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-   -   Dinghy as Liferaft (http://www.cruisersforum.com/forums/f117/dinghy-as-liferaft-20115.html)

waterdog 08-10-2008 11:43

Dinghy as Liferaft
 
We are planning a coastal cruise from BC down to Mexico. We won't be in any particular hurry and will mostly harbour hop in fair weather rather than doing the 200 mile offshore approach.

I've heard of people modifying their dinghies to serve as liferafts. What modifications do people make? What are the drawbacks of using the dinghy as a liferaft?

We have a Walker Bay 8ft with the inflatable tubes that we generally store inverted on the foredeck...

Paul L 08-10-2008 12:00

Probably the biggest item missing is ballast. How comfortable would you be in 20 foot seas and 50 kts of wind in this dink? A dink makes a reasonable back up, but don't confuse it with a purpose built life raft. If you make the decision to not have a liferaft, that's an OK personal decision. Making the decision to carry a liferaft and doing it by renaming your dinghy is silly.

Going down the PNW coast, harbor hopping or not, you are very likely to get at least a night and day of 30kts plus winds with matching seas.

Paul L

Hud3 08-10-2008 12:00

Waterdog,

I personally prefer a proper liferaft with cover and water ballasting. It can be deployed in a couple of minutes, ready for use, and is a tested design, not something jury-rigged around a dinghy. Remember, anything you choose will need to keep you upright and protected from the elements in large waves and heavy winds.

Here's some prior discussion on the topic...

http://www.cruisersforum.com/forums/...ves-13969.html

hellosailor 08-10-2008 14:05

Waterdog, I would hop over to www.equipped.org and some of the other sites that have actual in-water reviews of life raft testings, and see their comments. A life raft is expected to keep you above the water--even in storms where it will repeatedly be rolled. And preferably, NOT to roll.

A number of folks would, and have, modified dinks instead, as life rafts are damned expensive with a terribly short life and high annual maintenance fees. But part of the question you have to ask yourself, is how quickly, under what conditions, could you get into that dink VERSUS a life raft? And how well would it serve you in 72 hours of the worst possible weather?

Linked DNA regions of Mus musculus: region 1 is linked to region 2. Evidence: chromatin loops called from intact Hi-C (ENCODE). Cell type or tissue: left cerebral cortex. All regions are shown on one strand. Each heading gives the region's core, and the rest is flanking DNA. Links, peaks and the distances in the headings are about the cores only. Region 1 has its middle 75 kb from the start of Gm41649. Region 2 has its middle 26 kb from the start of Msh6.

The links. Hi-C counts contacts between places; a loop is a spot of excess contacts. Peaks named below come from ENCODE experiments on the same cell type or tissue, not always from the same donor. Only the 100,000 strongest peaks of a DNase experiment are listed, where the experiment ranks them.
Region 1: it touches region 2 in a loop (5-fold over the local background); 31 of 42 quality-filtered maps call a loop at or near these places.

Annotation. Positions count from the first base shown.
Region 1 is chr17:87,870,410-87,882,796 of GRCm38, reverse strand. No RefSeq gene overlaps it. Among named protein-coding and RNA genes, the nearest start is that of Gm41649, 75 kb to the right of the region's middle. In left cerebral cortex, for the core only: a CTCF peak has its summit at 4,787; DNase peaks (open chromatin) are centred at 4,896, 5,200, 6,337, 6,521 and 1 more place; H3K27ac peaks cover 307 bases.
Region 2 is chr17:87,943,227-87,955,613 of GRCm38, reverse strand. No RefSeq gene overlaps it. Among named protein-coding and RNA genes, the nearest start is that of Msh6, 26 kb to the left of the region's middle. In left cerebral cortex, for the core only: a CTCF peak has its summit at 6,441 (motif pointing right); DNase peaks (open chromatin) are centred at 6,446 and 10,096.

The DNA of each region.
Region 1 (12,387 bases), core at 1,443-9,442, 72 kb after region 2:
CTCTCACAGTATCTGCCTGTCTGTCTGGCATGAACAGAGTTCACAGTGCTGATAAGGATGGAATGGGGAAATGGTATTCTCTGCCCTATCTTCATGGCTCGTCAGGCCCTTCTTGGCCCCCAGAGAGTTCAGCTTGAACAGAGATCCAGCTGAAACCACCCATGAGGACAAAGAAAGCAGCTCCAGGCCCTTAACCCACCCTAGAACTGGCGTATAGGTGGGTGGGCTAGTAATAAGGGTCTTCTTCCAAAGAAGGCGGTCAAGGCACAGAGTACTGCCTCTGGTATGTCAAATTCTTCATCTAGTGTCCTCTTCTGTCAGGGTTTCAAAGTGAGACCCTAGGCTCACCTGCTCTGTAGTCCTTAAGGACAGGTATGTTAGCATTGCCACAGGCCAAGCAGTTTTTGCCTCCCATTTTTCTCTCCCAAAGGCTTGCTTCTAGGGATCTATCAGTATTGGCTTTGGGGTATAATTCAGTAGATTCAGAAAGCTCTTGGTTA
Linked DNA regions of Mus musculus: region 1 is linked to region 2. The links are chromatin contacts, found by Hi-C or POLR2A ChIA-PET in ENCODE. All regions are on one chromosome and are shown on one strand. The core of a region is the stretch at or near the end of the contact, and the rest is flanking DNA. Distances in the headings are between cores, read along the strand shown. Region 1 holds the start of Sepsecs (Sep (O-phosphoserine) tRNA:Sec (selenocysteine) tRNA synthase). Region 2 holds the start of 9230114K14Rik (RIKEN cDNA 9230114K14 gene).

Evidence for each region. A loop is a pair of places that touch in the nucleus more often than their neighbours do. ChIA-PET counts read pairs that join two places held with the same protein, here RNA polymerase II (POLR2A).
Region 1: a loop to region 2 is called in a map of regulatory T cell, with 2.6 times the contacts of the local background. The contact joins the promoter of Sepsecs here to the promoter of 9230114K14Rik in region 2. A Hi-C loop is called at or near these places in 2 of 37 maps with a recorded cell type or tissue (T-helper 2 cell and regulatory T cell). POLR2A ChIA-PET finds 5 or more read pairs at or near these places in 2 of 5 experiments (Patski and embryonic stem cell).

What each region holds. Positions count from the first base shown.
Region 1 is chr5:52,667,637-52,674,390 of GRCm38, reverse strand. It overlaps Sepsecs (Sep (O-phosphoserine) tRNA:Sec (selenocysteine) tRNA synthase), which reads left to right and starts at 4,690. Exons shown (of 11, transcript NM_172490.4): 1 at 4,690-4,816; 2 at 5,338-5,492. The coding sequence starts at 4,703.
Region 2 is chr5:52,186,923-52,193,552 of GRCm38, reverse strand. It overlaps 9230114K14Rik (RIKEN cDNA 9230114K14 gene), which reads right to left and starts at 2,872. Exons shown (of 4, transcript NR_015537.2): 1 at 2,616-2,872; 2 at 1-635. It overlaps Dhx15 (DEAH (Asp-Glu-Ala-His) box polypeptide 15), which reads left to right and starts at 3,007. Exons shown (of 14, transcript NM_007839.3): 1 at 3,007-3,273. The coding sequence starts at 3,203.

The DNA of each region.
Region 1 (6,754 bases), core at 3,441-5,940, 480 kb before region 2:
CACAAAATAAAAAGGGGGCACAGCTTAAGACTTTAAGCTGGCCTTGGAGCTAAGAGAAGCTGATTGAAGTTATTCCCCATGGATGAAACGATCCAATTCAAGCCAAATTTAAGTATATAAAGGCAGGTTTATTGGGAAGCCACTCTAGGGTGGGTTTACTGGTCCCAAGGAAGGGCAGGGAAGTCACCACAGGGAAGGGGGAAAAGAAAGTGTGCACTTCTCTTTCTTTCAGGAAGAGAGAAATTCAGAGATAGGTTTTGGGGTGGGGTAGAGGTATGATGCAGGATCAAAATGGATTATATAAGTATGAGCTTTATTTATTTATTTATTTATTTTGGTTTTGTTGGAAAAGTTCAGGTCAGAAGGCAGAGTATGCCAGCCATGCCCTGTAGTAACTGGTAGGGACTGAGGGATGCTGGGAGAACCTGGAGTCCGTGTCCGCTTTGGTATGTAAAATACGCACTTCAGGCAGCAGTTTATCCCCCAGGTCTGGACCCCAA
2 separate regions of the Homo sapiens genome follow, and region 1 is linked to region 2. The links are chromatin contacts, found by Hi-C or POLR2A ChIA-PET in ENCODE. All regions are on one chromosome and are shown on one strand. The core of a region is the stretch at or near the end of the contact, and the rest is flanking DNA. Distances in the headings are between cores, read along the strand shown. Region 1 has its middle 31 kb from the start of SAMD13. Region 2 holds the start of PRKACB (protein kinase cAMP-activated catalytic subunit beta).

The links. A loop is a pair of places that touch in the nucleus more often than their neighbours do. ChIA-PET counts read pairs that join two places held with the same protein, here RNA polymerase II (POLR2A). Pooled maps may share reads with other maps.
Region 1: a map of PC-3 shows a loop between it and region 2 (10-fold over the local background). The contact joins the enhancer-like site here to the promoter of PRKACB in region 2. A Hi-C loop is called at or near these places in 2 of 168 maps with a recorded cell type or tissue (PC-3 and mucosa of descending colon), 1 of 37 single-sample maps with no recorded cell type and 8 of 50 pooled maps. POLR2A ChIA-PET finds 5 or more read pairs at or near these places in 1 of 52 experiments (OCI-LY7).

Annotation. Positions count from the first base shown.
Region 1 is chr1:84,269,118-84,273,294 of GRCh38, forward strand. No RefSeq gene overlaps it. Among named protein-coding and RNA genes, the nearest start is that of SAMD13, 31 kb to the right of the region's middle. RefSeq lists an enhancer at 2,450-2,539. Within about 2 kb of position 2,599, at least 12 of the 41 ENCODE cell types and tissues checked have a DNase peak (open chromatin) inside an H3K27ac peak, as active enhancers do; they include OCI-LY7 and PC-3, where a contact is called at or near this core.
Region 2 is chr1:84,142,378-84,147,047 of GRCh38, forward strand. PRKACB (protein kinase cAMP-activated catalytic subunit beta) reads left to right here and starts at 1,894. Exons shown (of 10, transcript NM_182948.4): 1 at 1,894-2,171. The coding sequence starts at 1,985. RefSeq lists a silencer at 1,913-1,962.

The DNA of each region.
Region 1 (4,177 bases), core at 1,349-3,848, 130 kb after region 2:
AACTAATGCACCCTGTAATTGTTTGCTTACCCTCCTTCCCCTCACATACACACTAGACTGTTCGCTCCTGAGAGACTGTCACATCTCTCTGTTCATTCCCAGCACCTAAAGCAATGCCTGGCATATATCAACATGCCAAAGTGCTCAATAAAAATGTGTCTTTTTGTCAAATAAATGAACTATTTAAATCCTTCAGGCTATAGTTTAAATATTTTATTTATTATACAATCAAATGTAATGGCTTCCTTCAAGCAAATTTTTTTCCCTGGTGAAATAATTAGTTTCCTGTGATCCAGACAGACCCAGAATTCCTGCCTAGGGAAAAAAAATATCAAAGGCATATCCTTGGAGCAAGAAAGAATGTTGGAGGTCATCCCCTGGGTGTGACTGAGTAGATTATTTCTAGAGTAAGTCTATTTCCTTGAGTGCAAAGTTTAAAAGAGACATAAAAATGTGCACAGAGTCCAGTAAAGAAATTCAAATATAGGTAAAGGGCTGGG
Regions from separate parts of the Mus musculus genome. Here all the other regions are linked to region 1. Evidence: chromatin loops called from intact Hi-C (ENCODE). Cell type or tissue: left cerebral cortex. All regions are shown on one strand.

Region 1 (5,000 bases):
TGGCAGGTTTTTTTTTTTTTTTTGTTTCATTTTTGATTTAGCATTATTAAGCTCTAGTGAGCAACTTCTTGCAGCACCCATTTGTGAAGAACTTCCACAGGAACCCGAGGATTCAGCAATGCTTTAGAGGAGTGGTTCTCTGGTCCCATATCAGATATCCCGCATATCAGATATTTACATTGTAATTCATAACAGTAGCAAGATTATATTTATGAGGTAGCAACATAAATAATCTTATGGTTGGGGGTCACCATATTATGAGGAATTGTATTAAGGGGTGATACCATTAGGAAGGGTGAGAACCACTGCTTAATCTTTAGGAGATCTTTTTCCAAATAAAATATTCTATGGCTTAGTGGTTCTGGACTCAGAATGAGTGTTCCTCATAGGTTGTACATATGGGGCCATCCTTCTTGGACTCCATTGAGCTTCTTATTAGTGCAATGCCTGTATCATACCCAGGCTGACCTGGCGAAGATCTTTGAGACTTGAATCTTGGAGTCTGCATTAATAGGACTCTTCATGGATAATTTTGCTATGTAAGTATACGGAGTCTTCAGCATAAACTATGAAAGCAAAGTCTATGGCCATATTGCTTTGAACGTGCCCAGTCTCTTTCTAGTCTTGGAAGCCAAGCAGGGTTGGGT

If you're comfortable with the answers, by all means, go for it. Just look at the actual reports, from people who been at sea in them, and people who have tested them, to see the ways that life rafts do work--and fail. Very different from a dink.

Cheechako 08-10-2008 14:09

The raft needs certified every year or so to be reliable. It's a dilemma for sure. Additionally they say never to abandon your boat until it sinks beneath your feet. On the trip you describe, at the right time of year, any sinking would likely be more because of hitting a submerged shipping container or freighter, than due to the "ultimate storm". Hitting the freighter will not leave you any time for a raft or dingy. Bottom line is how confident are you in your boat? Bilgepumps? etc. 8 ft is a really small dingy though. 10 ft would be more comfortable. How about renting a raft for the trip as far as San Diego?

SilentOption 08-10-2008 14:44

I'd say you need both. If you have a good dinghy now and don't want to buy a liferaft consider renting for the passage.

For a small amount of money you would have the security of a real liferaft. When the trip is over you send it back.

Its been said but a typical dingy in rough seas and or high wind will not be as safe as a real liferaft. The dinghy will not keep you out of the water.

Boomp 08-10-2008 18:08

Check out the Portland Pudgy. Its self bailing, can be set w a liferaft canopy, has stowage compartments, is sailable and can easily be rowed or work with an engine. We bought one last year and its super. Some blue water cruisers have them 'just in case'. It has an advantage over a raft because you are not just bobbing around waiting for rescue. You have a good chance at reaching shipping lanes or land.

S/V Antares 08-10-2008 19:57